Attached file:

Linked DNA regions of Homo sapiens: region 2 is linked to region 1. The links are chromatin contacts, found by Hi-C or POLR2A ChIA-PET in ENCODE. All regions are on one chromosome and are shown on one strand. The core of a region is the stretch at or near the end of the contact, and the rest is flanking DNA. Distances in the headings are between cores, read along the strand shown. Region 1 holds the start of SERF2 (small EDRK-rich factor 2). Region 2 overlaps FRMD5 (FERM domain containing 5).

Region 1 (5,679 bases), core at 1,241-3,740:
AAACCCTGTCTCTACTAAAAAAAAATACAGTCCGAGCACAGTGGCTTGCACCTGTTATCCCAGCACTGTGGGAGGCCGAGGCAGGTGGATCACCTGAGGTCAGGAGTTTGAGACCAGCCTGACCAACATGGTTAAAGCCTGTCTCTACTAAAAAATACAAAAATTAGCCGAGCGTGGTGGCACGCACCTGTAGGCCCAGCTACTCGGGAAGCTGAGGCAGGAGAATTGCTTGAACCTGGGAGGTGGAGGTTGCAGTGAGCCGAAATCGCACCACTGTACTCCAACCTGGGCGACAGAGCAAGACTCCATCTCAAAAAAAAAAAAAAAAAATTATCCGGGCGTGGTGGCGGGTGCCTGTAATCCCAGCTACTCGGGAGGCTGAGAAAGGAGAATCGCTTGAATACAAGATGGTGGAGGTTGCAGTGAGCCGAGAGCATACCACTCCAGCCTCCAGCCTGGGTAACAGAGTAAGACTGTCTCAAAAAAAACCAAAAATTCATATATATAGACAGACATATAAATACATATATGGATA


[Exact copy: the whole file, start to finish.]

Linked DNA regions of Homo sapiens: region 2 is linked to region 1. The links are chromatin contacts, found by Hi-C or POLR2A ChIA-PET in ENCODE. All regions are on one chromosome and are shown on one strand. The core of a region is the stretch at or near the end of the contact, and the rest is flanking DNA. Distances in the headings are between cores, read along the strand shown. Region 1 holds the start of SERF2 (small EDRK-rich factor 2). Region 2 overlaps FRMD5 (FERM domain containing 5).

Region 1 (5,679 bases), core at 1,241-3,740:
AAACCCTGTCTCTACTAAAAAAAAATACAGTCCGAGCACAGTGGCTTGCACCTGTTATCCCAGCACTGTGGGAGGCCGAGGCAGGTGGATCACCTGAGGTCAGGAGTTTGAGACCAGCCTGACCAACATGGTTAAAGCCTGTCTCTACTAAAAAATACAAAAATTAGCCGAGCGTGGTGGCACGCACCTGTAGGCCCAGCTACTCGGGAAGCTGAGGCAGGAGAATTGCTTGAACCTGGGAGGTGGAGGTTGCAGTGAGCCGAAATCGCACCACTGTACTCCAACCTGGGCGACAGAGCAAGACTCCATCTCAAAAAAAAAAAAAAAAAATTATCCGGGCGTGGTGGCGGGTGCCTGTAATCCCAGCTACTCGGGAGGCTGAGAAAGGAGAATCGCTTGAATACAAGATGGTGGAGGTTGCAGTGAGCCGAGAGCATACCACTCCAGCCTCCAGCCTGGGTAACAGAGTAAGACTGTCTCAAAAAAAACCAAAAATTCATATATATAGACAGACATATAAATACATATATGGATA